Patsy Simpson officially resigned from the Alamance-Burlington School System Board of Education, despite a previous announcement that she would not step down until learning how the board would be finding her replacement

Simpson has expressed her plans to retire since March; however, the board’s lack of transparency regarding the selection process of her replacement caused her to rescind her resignation. After a recent surgery, Simpson said she started to feel overwhelmed with all the work she was undertaking and decided that it was time for her to relax and focus on herself.

She initially announced in March that she would resign on May 22. She then declared in early April that she would remain on the board, but changed her mind on April 21. According to Sandy Ellington-Graves, the chairwoman of the ABSS board, Patsy had sent a letter to the board regarding her intentions to resign, which she read during the last meeting on April  24.

“We will miss her knowledge and expertise, but I am confident that the six board members that remain can serve the community,” Graves said.

 As the only person of color on the board, she also acted as a voice for students and parents who felt they were not being heard and brought issues and concerns they had to the front of the board. Simpson said she wanted her replacement to be able to serve as a voice for underrepresented students as well.

Members of the community are sad to see her go. Seneca Rogers, a former candidate for a seat on the ABSS Board of Education, said he feels that Simpson has greatly served the board. Last month, in a previous interview with Elon News Network, Simpson said she supported Rogers for the role.

Rogers also said he appreciates how she is willing to go against the norm and make waves while making her opinions known. As a member of Alamance Community, he feels the board could still benefit from Simpson’s base of knowledge and experience for the remainder of her term. However, he respects her decision to resign.

“When some people feel like it is time for them to step aside, you give her that understanding and grace to be able to do that in a way they see fit,” Rogers said.

Rogers was one of the runner-ups for a seat on the ABSS Board of Education during the midterm elections in November. He was the only person of color who ran in the election. He said he hasn’t decided whether he will run again as he is focusing on other projects, but is waiting to see what the board is releasing about the application process.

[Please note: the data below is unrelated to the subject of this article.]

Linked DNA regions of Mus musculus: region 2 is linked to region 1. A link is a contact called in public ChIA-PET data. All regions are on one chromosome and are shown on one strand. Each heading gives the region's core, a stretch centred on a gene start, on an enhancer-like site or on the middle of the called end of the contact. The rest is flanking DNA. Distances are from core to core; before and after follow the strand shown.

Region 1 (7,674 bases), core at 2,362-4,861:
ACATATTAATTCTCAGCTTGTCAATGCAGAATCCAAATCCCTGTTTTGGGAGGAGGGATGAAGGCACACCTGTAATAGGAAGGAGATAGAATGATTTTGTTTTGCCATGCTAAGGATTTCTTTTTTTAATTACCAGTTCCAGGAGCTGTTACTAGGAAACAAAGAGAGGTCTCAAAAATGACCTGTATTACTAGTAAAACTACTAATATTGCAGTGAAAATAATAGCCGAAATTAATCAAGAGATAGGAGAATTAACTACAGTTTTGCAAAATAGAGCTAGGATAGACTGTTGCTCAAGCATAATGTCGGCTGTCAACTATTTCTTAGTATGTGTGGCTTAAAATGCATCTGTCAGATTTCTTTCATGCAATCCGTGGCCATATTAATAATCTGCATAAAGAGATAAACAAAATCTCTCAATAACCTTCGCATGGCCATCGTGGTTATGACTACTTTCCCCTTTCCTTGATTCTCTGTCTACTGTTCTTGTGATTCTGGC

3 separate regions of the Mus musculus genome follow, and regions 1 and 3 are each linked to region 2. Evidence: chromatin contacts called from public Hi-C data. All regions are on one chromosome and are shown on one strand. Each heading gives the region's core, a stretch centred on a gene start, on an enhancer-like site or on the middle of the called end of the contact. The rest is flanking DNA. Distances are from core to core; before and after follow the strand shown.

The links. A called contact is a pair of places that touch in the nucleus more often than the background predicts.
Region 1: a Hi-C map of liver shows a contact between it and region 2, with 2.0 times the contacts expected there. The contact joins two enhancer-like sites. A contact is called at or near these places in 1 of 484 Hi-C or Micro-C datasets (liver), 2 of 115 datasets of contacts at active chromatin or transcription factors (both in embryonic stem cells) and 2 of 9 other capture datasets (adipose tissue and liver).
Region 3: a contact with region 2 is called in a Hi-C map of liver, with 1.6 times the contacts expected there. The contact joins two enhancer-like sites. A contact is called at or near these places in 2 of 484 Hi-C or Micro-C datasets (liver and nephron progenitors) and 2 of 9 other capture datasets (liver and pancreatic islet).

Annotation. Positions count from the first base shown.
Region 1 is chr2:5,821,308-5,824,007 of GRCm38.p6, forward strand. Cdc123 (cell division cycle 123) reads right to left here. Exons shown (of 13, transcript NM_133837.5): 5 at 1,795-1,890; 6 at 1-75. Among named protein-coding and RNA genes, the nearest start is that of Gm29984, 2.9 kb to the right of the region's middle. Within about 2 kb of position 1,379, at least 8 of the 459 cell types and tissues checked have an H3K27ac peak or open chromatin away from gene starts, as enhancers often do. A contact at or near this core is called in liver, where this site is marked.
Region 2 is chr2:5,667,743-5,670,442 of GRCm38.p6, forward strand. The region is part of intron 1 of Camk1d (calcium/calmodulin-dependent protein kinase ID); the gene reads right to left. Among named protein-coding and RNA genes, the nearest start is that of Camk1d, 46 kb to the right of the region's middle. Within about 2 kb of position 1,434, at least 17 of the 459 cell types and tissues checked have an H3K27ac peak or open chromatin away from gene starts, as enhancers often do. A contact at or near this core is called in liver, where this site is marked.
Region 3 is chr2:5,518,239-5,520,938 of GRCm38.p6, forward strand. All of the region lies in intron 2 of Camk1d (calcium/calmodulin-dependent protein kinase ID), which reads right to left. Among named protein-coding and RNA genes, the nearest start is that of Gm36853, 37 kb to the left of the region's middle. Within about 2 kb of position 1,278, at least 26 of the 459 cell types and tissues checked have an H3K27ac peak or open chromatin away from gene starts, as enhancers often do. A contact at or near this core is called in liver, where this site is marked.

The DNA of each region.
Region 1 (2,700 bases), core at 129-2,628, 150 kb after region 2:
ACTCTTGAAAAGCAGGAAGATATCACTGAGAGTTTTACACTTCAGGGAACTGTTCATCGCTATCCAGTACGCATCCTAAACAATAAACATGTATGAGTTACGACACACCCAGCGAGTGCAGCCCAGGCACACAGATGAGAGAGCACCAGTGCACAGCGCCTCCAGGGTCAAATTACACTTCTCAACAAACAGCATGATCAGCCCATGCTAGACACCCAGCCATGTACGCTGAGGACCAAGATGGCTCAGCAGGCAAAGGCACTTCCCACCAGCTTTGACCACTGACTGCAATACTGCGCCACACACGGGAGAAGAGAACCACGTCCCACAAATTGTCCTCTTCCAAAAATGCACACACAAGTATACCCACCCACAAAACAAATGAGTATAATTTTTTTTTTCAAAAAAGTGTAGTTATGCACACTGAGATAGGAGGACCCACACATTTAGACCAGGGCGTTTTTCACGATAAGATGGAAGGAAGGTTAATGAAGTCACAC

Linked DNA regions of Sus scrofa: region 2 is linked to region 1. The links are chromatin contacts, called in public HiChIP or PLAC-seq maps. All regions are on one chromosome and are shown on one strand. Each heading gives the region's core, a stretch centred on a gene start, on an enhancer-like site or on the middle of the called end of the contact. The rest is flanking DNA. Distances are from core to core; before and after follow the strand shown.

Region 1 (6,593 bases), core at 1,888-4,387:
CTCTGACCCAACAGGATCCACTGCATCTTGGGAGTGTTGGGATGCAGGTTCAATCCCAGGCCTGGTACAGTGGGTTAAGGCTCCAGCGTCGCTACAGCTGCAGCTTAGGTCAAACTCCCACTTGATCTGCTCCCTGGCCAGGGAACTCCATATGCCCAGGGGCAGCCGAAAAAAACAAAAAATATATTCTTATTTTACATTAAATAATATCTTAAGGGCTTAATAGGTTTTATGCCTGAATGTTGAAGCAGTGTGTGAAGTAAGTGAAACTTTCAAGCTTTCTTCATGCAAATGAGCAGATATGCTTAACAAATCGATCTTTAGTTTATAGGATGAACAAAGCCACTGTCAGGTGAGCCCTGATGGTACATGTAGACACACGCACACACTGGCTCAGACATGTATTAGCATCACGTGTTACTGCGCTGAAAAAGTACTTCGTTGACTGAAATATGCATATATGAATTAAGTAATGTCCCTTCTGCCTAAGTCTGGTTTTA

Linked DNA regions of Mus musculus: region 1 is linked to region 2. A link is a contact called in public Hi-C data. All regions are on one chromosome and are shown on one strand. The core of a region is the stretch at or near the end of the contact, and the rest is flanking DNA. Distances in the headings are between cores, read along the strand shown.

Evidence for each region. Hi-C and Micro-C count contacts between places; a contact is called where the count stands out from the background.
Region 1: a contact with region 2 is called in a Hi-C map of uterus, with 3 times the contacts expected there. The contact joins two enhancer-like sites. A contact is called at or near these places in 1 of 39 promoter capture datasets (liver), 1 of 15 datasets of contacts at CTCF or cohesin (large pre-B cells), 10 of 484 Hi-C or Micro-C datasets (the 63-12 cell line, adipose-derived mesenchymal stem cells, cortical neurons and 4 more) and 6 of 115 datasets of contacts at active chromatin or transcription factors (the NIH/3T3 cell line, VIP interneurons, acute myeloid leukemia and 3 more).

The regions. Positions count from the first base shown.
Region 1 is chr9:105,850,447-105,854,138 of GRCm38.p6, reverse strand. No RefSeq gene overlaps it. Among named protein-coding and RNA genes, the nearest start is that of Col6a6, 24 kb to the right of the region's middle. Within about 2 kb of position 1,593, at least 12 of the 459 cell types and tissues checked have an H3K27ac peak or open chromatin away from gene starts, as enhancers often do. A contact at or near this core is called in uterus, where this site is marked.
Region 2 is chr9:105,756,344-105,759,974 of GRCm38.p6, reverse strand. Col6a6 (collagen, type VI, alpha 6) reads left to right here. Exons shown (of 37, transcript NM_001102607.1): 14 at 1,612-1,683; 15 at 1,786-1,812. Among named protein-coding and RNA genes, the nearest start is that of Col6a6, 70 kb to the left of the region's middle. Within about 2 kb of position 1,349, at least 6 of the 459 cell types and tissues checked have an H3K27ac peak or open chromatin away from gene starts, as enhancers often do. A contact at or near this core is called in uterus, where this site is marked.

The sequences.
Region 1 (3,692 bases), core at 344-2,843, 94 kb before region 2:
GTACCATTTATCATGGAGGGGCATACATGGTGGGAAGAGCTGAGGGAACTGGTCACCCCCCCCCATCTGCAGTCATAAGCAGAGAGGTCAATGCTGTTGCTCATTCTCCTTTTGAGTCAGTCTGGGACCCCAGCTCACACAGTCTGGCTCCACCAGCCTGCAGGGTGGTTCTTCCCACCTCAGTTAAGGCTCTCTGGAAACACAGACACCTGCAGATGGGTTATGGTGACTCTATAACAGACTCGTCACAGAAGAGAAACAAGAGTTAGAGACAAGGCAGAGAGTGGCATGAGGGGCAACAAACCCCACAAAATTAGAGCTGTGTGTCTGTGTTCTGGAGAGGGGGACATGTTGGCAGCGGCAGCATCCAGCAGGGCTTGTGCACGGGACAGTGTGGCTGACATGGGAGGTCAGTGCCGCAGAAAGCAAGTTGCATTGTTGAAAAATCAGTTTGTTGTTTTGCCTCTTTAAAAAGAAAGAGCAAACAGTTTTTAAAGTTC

“The reason why I say right now that I’m not 100 percent on my run in 2024 yet is because I want to make sure that I have weighed everything in that process,” Rogers said.

The ABSS Board is inviting Simpson to return to Alamance County on May 22 to honor her for her service on the Board of Education.

“We are looking forward to honoring her. She is a friend and a colleague that I will miss,” Graves said.

Simpson is still paying attention to the actions of the ABSS Board of Education. She said she will be watching the ABSS Board meetings through the ABSS website as a part of the audience rather than a board member. Simpson said the board does not have the same lens of experience that she has, but has faith that they will develop it over time.

“They’ll see me at the three-minute public comment section of the meeting, and I’ll have to voice my opinion with them just like any other citizen now,” Simpson said.

Simpson said she hopes the remaining board members will be able to prepare for the transition of students to Southeast Alamance High School, an initiative meant to relieve overcrowding in schools, as well as tackle other issues the ABSS is facing without her presence. 

In the meantime, Simpson plans to spend time with her grandchildren, conduct research on her family history and relax and focus on herself. Despite this, Simpson said she is still interested in public education and will continue to pay close attention to the ABSS board past retirement.

“I’ll be watching the meetings and following what’s going on, and use my voice and my knowledge to speak with them as a citizen as they go public on issues,” Simpson said.